Employees and volunteers from Ocalenie Foundation, one of the main organizations helping at the border, look at their supplies during a briefing between shifts in their temporary office in Sokolka.
/ Kasia Strek for NPR
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Kasia Strek for NPR
Employees and volunteers from Ocalenie Foundation, one of the main organizations helping at the border, look at their supplies during a briefing between shifts in their temporary office in Sokolka.
Maciej Jaworski and Patryk Tamberg live in the restricted zone around the Belarus-Poland border. After accidentally meeting migrants in the forest nearby, they decided to do their best to help. They look in the areas known to be frequented by migrants in the forest hoping to bring them aid.
/ Kasia Strek for NPR
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Kasia Strek for NPR
Maciej Jaworski and Patryk Tamberg live in the restricted zone around the Belarus-Poland border. After accidentally meeting migrants in the forest nearby, they decided to do their best to help. They look in the areas known to be frequented by migrants in the forest hoping to bring them aid.
Clothes, documents and sleeping bags left behind by migrants in the woods near Narewka, Poland. The spot is known to be a meeting place with drivers, who try to bring migrants to other countries in the European Union.
/ Kasia Strek for NPR
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Kasia Strek for NPR
Clothes, documents and sleeping bags left behind by migrants in the woods near Narewka, Poland. The spot is known to be a meeting place with drivers, who try to bring migrants to other countries in the European Union.
Activists from the Ocalenie Foundation prepare their car for an intervention, by packing clothes, food, water and power banks for charging cellphones, among other supplies.
/ Kasia Strek for NPR
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Kasia Strek for NPR
Activists from the Ocalenie Foundation prepare their car for an intervention, by packing clothes, food, water and power banks for charging cellphones, among other supplies.
Police control cars looking for smugglers in Narew, near the Belarus-Poland border area.
/ Kasia Strek for NPR
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Kasia Strek for NPR
Police control cars looking for smugglers in Narew, near the Belarus-Poland border area.
Five men from Iraq were caught on the border of the forest when they were asking for food and water. They were kept in the police car until border guards arrived.
/ Kasia Strek for NPR
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Kasia Strek for NPR
Five men from Iraq were caught on the border of the forest when they were asking for food and water. They were kept in the police car until border guards arrived.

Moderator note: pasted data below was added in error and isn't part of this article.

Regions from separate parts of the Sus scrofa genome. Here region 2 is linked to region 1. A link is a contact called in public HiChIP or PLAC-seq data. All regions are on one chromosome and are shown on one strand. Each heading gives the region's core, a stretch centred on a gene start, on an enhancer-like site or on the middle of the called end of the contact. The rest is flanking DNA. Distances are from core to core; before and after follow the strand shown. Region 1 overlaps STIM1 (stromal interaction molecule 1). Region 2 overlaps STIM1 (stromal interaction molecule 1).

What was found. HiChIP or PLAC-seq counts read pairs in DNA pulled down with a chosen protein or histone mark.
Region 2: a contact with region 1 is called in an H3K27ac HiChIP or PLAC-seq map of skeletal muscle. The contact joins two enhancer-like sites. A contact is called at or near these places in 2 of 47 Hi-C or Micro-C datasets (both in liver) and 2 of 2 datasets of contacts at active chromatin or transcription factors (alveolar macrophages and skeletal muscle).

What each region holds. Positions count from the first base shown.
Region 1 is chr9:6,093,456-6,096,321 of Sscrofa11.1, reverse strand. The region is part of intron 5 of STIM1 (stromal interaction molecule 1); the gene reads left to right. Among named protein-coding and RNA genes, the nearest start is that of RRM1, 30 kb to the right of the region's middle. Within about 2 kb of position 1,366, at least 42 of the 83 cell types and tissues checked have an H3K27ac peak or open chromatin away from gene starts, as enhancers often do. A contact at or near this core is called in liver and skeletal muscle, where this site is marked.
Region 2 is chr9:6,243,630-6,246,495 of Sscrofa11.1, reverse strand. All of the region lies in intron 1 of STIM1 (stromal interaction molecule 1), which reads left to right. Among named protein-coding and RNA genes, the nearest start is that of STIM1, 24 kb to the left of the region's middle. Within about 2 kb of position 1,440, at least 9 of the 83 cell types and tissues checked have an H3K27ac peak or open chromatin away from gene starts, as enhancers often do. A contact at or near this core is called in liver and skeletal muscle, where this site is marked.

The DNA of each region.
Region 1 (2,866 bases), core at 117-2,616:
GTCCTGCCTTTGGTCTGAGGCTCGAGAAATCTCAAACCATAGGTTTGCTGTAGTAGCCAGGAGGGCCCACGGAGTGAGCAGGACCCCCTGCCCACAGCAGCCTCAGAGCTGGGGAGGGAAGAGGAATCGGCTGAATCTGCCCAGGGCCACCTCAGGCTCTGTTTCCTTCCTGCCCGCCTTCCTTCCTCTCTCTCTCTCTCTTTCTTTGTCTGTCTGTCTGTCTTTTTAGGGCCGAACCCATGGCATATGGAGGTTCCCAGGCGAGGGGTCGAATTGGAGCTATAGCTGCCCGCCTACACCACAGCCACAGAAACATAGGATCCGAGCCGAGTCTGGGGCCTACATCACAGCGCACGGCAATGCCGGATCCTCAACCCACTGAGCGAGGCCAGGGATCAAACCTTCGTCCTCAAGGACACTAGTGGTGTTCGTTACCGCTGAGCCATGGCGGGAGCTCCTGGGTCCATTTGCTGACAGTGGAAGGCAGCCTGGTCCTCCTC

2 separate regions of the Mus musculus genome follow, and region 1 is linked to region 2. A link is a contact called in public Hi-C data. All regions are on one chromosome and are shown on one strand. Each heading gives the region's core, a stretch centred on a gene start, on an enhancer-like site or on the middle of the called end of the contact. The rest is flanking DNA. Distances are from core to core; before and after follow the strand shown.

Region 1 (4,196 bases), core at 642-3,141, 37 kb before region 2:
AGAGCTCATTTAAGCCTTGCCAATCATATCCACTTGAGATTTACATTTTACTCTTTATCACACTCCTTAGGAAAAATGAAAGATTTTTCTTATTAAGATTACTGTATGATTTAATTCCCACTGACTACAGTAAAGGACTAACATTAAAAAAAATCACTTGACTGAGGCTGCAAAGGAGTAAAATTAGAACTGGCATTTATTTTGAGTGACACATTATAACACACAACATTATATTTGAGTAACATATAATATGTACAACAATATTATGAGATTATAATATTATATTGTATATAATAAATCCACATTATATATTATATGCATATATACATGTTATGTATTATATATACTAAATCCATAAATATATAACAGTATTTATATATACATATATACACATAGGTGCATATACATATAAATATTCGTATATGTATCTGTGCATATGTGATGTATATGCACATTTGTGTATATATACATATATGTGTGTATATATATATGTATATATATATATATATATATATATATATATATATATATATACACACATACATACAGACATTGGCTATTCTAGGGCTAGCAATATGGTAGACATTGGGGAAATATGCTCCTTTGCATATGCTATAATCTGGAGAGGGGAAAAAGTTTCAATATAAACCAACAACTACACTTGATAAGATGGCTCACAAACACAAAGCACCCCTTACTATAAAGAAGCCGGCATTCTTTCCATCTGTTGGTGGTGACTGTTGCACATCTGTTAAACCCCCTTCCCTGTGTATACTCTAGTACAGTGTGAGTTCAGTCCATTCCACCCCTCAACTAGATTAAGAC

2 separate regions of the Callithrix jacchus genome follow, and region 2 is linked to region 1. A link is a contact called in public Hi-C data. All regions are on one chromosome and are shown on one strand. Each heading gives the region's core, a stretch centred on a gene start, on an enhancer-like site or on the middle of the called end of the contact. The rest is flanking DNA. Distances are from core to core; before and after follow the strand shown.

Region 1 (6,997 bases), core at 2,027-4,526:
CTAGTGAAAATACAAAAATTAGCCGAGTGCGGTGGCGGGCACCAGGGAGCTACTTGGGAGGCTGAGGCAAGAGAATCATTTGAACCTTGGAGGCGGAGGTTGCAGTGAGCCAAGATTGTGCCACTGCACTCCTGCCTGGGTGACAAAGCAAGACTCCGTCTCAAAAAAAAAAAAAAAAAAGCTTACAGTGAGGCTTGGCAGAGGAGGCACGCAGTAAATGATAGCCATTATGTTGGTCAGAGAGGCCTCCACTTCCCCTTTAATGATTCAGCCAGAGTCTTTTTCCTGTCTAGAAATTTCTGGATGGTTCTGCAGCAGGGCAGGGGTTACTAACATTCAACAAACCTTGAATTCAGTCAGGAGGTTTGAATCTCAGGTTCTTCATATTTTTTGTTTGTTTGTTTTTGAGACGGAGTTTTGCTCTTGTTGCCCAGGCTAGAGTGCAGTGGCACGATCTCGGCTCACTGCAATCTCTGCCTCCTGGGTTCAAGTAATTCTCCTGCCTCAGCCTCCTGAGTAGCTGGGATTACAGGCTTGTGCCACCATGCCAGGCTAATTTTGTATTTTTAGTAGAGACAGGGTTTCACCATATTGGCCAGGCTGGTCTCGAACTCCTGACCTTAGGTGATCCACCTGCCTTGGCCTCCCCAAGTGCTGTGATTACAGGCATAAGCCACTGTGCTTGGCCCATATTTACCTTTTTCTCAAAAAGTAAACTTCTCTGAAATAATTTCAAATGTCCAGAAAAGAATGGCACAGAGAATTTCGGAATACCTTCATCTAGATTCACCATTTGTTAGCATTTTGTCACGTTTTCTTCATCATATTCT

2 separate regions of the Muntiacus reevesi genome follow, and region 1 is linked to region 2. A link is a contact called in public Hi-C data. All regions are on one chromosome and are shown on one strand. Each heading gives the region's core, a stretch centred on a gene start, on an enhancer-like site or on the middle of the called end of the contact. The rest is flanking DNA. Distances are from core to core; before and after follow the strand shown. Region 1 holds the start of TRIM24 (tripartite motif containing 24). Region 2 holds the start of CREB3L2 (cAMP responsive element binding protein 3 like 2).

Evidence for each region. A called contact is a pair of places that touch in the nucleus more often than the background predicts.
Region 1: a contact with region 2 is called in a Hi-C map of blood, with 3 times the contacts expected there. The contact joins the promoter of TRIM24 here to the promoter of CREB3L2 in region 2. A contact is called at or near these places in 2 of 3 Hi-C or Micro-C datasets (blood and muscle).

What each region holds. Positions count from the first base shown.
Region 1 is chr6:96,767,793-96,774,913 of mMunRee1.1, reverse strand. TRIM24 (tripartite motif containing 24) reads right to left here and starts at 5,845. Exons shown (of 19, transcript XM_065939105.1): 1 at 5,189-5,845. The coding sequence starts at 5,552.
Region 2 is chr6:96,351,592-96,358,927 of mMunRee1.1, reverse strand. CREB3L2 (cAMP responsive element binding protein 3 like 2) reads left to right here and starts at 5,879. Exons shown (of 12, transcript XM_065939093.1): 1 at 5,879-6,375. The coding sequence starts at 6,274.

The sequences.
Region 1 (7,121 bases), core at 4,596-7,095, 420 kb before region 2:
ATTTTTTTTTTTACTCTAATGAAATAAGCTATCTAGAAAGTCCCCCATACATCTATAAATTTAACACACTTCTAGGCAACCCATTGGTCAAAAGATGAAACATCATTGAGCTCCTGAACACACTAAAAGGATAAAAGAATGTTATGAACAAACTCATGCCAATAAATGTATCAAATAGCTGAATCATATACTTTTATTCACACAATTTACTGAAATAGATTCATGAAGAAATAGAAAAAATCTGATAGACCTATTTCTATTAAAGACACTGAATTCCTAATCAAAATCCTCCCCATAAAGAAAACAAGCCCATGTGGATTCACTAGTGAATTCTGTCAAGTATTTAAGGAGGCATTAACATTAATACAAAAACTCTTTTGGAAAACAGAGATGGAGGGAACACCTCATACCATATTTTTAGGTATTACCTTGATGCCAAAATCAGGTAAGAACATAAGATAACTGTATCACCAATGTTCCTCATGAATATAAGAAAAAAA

In November, at least three military camps were installed in Dubicze Cerkiewne, a small village near the restricted state of emergency zone.
/ Kasia Strek for NPR
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Kasia Strek for NPR
In November, at least three military camps were installed in Dubicze Cerkiewne, a small village near the restricted state of emergency zone.
Polish politician, Katarzyna Kretkowska, speaks during a demonstration with migrants in Hajnowka, Poland, organized by the group Mothers at the Border. People came to protest how the government was handling the crisis and to show support for those helping people trapped in the forest.
/ Kasia Strek for NPR
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Kasia Strek for NPR
Polish politician, Katarzyna Kretkowska, speaks during a demonstration with migrants in Hajnowka, Poland, organized by the group Mothers at the Border. People came to protest how the government was handling the crisis and to show support for those helping people trapped in the forest.
A nationalist march was organized in Bialystok to thank Polish security forces for protecting the borders.
/ Kasia Strek for NPR
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Kasia Strek for NPR
A nationalist march was organized in Bialystok to thank Polish security forces for protecting the borders.
A funeral for Mustafa Mohammed Murshed Al-Raimi, from Yemen, who died after crossing the Belarusian border into Poland. His brother came from Yemen for the occasion.
/ Kasia Strek for NPR
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Kasia Strek for NPR
A funeral for Mustafa Mohammed Murshed Al-Raimi, from Yemen, who died after crossing the Belarusian border into Poland. His brother came from Yemen for the occasion.
Left: After illegally crossing the border with Belarus, migrants were buried in a provided area at the cemetery in Bohoniki, Poland. Funerals were organized by members of the Tatar community, a Muslim ethnic minority group in Poland. Right: Natalia Boryslawka, a volunteer at Ocalenie Foundation, cries at the funeral of Mustafa Mohammed Murshed Al-Raimi.
/ Kasia Strek for NPR
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Kasia Strek for NPR
Left: After illegally crossing the border with Belarus, migrants were buried in a provided area at the cemetery in Bohoniki, Poland. Funerals were organized by members of the Tatar community, a Muslim ethnic minority group in Poland. Right: Natalia Boryslawka, a volunteer at Ocalenie Foundation, cries at the funeral of Mustafa Mohammed Murshed Al-Raimi.

Kasia Strek is photojournalist based in Paris, France and Warsaw, Poland. Follow her on Instagram @kasia_strek.